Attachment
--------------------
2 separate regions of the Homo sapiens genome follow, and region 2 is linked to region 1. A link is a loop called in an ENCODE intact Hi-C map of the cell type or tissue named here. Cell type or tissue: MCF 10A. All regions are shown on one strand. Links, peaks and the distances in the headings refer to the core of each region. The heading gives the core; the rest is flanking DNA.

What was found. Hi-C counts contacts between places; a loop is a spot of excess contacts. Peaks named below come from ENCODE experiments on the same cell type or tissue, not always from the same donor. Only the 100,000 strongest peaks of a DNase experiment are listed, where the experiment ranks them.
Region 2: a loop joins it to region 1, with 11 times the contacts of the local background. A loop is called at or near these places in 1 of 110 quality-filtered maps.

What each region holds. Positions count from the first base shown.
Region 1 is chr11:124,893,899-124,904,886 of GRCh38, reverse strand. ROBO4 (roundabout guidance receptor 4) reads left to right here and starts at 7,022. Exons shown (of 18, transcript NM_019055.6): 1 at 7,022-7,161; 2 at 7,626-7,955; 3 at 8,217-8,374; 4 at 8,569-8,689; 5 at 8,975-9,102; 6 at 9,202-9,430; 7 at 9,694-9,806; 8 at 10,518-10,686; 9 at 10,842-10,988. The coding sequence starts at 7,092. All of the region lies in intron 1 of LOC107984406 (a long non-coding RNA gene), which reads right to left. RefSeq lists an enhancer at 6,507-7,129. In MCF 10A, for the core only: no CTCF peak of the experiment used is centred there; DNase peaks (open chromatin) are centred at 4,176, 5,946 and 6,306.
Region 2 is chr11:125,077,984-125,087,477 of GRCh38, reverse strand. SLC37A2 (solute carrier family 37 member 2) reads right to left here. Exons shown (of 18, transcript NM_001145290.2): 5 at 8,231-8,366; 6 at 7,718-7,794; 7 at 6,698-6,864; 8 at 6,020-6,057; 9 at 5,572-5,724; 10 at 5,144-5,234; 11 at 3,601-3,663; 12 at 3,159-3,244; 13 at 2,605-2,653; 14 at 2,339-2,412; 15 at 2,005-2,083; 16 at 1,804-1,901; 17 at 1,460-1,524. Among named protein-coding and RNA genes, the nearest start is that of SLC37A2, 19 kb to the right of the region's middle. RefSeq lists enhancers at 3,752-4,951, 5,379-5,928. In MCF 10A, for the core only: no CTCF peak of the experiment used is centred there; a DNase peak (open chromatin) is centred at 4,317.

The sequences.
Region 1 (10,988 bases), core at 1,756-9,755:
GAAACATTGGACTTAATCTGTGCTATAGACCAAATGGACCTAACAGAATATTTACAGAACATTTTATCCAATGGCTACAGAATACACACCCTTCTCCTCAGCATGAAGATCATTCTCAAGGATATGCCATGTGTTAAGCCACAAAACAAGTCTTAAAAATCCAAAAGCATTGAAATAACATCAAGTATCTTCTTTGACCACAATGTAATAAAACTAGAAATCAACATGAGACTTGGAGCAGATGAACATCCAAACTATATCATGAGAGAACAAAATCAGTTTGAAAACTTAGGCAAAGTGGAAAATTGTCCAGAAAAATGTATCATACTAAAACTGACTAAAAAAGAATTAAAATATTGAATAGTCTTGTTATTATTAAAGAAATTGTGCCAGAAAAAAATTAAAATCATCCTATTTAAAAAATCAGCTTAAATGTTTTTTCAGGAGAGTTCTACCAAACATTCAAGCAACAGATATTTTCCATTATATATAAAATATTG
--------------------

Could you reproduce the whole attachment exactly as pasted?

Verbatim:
2 separate regions of the Homo sapiens genome follow, and region 2 is linked to region 1. A link is a loop called in an ENCODE intact Hi-C map of the cell type or tissue named here. Cell type or tissue: MCF 10A. All regions are shown on one strand. Links, peaks and the distances in the headings refer to the core of each region. The heading gives the core; the rest is flanking DNA.

What was found. Hi-C counts contacts between places; a loop is a spot of excess contacts. Peaks named below come from ENCODE experiments on the same cell type or tissue, not always from the same donor. Only the 100,000 strongest peaks of a DNase experiment are listed, where the experiment ranks them.
Region 2: a loop joins it to region 1, with 11 times the contacts of the local background. A loop is called at or near these places in 1 of 110 quality-filtered maps.

What each region holds. Positions count from the first base shown.
Region 1 is chr11:124,893,899-124,904,886 of GRCh38, reverse strand. ROBO4 (roundabout guidance receptor 4) reads left to right here and starts at 7,022. Exons shown (of 18, transcript NM_019055.6): 1 at 7,022-7,161; 2 at 7,626-7,955; 3 at 8,217-8,374; 4 at 8,569-8,689; 5 at 8,975-9,102; 6 at 9,202-9,430; 7 at 9,694-9,806; 8 at 10,518-10,686; 9 at 10,842-10,988. The coding sequence starts at 7,092. All of the region lies in intron 1 of LOC107984406 (a long non-coding RNA gene), which reads right to left. RefSeq lists an enhancer at 6,507-7,129. In MCF 10A, for the core only: no CTCF peak of the experiment used is centred there; DNase peaks (open chromatin) are centred at 4,176, 5,946 and 6,306.
Region 2 is chr11:125,077,984-125,087,477 of GRCh38, reverse strand. SLC37A2 (solute carrier family 37 member 2) reads right to left here. Exons shown (of 18, transcript NM_001145290.2): 5 at 8,231-8,366; 6 at 7,718-7,794; 7 at 6,698-6,864; 8 at 6,020-6,057; 9 at 5,572-5,724; 10 at 5,144-5,234; 11 at 3,601-3,663; 12 at 3,159-3,244; 13 at 2,605-2,653; 14 at 2,339-2,412; 15 at 2,005-2,083; 16 at 1,804-1,901; 17 at 1,460-1,524. Among named protein-coding and RNA genes, the nearest start is that of SLC37A2, 19 kb to the right of the region's middle. RefSeq lists enhancers at 3,752-4,951, 5,379-5,928. In MCF 10A, for the core only: no CTCF peak of the experiment used is centred there; a DNase peak (open chromatin) is centred at 4,317.

The sequences.
Region 1 (10,988 bases), core at 1,756-9,755:
GAAACATTGGACTTAATCTGTGCTATAGACCAAATGGACCTAACAGAATATTTACAGAACATTTTATCCAATGGCTACAGAATACACACCCTTCTCCTCAGCATGAAGATCATTCTCAAGGATATGCCATGTGTTAAGCCACAAAACAAGTCTTAAAAATCCAAAAGCATTGAAATAACATCAAGTATCTTCTTTGACCACAATGTAATAAAACTAGAAATCAACATGAGACTTGGAGCAGATGAACATCCAAACTATATCATGAGAGAACAAAATCAGTTTGAAAACTTAGGCAAAGTGGAAAATTGTCCAGAAAAATGTATCATACTAAAACTGACTAAAAAAGAATTAAAATATTGAATAGTCTTGTTATTATTAAAGAAATTGTGCCAGAAAAAAATTAAAATCATCCTATTTAAAAAATCAGCTTAAATGTTTTTTCAGGAGAGTTCTACCAAACATTCAAGCAACAGATATTTTCCATTATATATAAAATATTG